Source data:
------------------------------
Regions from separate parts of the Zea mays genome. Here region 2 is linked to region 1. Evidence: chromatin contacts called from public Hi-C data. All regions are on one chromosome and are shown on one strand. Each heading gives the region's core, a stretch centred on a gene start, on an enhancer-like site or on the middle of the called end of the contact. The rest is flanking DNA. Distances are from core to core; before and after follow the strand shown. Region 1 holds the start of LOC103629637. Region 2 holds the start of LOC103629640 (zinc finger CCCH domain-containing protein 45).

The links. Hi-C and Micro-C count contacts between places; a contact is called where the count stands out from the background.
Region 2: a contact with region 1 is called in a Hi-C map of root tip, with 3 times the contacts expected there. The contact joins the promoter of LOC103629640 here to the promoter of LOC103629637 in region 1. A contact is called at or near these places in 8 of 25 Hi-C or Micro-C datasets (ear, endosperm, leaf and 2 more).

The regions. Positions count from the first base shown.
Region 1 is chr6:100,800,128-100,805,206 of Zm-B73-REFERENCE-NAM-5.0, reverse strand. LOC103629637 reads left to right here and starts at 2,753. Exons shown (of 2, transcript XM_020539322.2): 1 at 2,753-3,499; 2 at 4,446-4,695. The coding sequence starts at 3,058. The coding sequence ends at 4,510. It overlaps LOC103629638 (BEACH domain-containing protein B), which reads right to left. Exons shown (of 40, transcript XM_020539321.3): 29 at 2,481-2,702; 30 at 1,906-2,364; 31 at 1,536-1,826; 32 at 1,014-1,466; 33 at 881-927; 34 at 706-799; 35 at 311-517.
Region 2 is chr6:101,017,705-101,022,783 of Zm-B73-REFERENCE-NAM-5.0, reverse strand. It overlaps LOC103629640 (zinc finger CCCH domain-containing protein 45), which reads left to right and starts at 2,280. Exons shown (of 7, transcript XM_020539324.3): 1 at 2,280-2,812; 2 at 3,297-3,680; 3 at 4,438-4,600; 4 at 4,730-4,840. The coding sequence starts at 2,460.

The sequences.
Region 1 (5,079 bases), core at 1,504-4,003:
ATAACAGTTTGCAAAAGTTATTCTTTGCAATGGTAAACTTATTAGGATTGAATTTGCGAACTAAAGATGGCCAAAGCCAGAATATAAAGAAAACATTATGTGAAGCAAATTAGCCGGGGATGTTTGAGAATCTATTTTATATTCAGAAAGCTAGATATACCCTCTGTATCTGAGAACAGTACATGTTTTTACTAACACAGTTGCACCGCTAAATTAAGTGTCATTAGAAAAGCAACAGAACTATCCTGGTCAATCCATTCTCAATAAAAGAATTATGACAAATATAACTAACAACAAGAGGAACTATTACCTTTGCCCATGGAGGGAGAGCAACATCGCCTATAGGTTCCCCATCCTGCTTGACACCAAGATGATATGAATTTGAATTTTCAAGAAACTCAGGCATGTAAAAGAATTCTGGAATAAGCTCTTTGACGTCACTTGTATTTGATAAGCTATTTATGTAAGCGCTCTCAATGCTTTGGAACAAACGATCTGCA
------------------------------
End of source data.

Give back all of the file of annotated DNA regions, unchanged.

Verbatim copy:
Regions from separate parts of the Zea mays genome. Here region 2 is linked to region 1. Evidence: chromatin contacts called from public Hi-C data. All regions are on one chromosome and are shown on one strand. Each heading gives the region's core, a stretch centred on a gene start, on an enhancer-like site or on the middle of the called end of the contact. The rest is flanking DNA. Distances are from core to core; before and after follow the strand shown. Region 1 holds the start of LOC103629637. Region 2 holds the start of LOC103629640 (zinc finger CCCH domain-containing protein 45).

The links. Hi-C and Micro-C count contacts between places; a contact is called where the count stands out from the background.
Region 2: a contact with region 1 is called in a Hi-C map of root tip, with 3 times the contacts expected there. The contact joins the promoter of LOC103629640 here to the promoter of LOC103629637 in region 1. A contact is called at or near these places in 8 of 25 Hi-C or Micro-C datasets (ear, endosperm, leaf and 2 more).

The regions. Positions count from the first base shown.
Region 1 is chr6:100,800,128-100,805,206 of Zm-B73-REFERENCE-NAM-5.0, reverse strand. LOC103629637 reads left to right here and starts at 2,753. Exons shown (of 2, transcript XM_020539322.2): 1 at 2,753-3,499; 2 at 4,446-4,695. The coding sequence starts at 3,058. The coding sequence ends at 4,510. It overlaps LOC103629638 (BEACH domain-containing protein B), which reads right to left. Exons shown (of 40, transcript XM_020539321.3): 29 at 2,481-2,702; 30 at 1,906-2,364; 31 at 1,536-1,826; 32 at 1,014-1,466; 33 at 881-927; 34 at 706-799; 35 at 311-517.
Region 2 is chr6:101,017,705-101,022,783 of Zm-B73-REFERENCE-NAM-5.0, reverse strand. It overlaps LOC103629640 (zinc finger CCCH domain-containing protein 45), which reads left to right and starts at 2,280. Exons shown (of 7, transcript XM_020539324.3): 1 at 2,280-2,812; 2 at 3,297-3,680; 3 at 4,438-4,600; 4 at 4,730-4,840. The coding sequence starts at 2,460.

The sequences.
Region 1 (5,079 bases), core at 1,504-4,003:
ATAACAGTTTGCAAAAGTTATTCTTTGCAATGGTAAACTTATTAGGATTGAATTTGCGAACTAAAGATGGCCAAAGCCAGAATATAAAGAAAACATTATGTGAAGCAAATTAGCCGGGGATGTTTGAGAATCTATTTTATATTCAGAAAGCTAGATATACCCTCTGTATCTGAGAACAGTACATGTTTTTACTAACACAGTTGCACCGCTAAATTAAGTGTCATTAGAAAAGCAACAGAACTATCCTGGTCAATCCATTCTCAATAAAAGAATTATGACAAATATAACTAACAACAAGAGGAACTATTACCTTTGCCCATGGAGGGAGAGCAACATCGCCTATAGGTTCCCCATCCTGCTTGACACCAAGATGATATGAATTTGAATTTTCAAGAAACTCAGGCATGTAAAAGAATTCTGGAATAAGCTCTTTGACGTCACTTGTATTTGATAAGCTATTTATGTAAGCGCTCTCAATGCTTTGGAACAAACGATCTGCA